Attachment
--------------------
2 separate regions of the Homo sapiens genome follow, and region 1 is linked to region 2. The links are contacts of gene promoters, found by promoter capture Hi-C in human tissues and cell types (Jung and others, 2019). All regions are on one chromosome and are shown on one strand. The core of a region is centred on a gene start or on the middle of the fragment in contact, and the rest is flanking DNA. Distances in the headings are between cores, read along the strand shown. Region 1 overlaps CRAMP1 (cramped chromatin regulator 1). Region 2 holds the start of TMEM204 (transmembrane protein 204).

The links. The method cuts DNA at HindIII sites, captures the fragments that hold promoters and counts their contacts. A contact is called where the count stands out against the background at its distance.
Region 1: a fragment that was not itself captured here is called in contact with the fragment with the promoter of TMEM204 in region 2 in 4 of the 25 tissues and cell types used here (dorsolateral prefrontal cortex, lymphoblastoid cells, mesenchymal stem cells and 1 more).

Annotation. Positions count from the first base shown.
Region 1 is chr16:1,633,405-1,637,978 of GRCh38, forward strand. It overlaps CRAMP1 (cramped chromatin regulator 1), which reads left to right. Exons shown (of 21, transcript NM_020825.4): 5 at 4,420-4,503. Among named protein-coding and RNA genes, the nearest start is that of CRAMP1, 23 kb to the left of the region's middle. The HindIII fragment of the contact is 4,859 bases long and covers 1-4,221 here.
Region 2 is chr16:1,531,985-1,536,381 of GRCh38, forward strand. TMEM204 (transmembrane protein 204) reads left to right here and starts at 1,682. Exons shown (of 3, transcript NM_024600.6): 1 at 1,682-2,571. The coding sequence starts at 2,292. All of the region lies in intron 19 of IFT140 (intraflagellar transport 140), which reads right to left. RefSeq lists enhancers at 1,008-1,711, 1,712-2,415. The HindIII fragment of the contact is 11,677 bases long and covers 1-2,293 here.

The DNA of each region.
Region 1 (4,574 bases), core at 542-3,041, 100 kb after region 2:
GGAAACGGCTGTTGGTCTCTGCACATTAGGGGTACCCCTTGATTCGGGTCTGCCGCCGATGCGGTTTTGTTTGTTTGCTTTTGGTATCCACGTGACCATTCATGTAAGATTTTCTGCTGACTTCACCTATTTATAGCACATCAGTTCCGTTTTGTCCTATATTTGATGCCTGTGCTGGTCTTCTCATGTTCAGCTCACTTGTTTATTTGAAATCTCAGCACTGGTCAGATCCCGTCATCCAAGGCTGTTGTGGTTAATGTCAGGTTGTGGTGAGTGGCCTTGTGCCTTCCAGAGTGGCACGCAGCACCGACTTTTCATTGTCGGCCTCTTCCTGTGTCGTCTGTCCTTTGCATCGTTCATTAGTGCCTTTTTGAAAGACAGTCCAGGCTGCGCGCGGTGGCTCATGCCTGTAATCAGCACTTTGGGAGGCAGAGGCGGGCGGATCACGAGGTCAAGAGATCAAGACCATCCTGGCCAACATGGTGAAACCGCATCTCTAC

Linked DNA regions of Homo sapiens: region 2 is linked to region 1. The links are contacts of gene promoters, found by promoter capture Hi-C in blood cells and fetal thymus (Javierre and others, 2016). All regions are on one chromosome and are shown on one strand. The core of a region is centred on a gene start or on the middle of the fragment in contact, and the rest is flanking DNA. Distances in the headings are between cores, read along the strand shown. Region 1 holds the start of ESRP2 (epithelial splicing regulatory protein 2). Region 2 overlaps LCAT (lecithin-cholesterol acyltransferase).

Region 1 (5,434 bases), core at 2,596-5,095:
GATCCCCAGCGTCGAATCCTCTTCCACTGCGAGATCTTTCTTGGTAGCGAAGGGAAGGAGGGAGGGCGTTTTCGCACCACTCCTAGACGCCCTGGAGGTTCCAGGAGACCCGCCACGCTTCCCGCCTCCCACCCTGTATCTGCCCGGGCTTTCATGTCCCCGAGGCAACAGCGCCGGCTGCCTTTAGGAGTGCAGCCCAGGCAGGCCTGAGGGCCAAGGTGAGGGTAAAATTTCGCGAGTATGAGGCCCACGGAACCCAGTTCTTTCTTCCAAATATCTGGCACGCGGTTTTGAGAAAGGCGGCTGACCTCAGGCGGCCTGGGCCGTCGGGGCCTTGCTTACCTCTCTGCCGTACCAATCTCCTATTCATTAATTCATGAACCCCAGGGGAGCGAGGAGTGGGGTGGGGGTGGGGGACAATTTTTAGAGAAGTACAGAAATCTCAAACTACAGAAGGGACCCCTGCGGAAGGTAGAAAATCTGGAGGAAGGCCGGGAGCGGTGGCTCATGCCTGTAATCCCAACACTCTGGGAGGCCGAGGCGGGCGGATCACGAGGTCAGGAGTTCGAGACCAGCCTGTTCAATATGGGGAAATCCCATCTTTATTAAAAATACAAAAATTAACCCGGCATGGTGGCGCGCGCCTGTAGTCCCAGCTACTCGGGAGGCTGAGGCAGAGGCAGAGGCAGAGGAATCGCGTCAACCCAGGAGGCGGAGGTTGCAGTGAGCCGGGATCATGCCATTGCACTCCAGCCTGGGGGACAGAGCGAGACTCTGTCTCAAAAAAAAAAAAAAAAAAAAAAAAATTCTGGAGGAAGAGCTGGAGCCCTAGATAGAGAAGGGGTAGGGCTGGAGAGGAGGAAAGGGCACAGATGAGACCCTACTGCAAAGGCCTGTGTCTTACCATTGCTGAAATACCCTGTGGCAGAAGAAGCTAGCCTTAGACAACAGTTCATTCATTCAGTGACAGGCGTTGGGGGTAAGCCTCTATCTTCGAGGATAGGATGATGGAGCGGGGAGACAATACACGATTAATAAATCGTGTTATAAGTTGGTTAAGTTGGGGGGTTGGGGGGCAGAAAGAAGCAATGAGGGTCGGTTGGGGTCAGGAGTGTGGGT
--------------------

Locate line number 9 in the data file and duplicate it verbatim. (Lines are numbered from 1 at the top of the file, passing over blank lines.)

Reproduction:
GGAAACGGCTGTTGGTCTCTGCACATTAGGGGTACCCCTTGATTCGGGTCTGCCGCCGATGCGGTTTTGTTTGTTTGCTTTTGGTATCCACGTGACCATTCATGTAAGATTTTCTGCTGACTTCACCTATTTATAGCACATCAGTTCCGTTTTGTCCTATATTTGATGCCTGTGCTGGTCTTCTCATGTTCAGCTCACTTGTTTATTTGAAATCTCAGCACTGGTCAGATCCCGTCATCCAAGGCTGTTGTGGTTAATGTCAGGTTGTGGTGAGTGGCCTTGTGCCTTCCAGAGTGGCACGCAGCACCGACTTTTCATTGTCGGCCTCTTCCTGTGTCGTCTGTCCTTTGCATCGTTCATTAGTGCCTTTTTGAAAGACAGTCCAGGCTGCGCGCGGTGGCTCATGCCTGTAATCAGCACTTTGGGAGGCAGAGGCGGGCGGATCACGAGGTCAAGAGATCAAGACCATCCTGGCCAACATGGTGAAACCGCATCTCTAC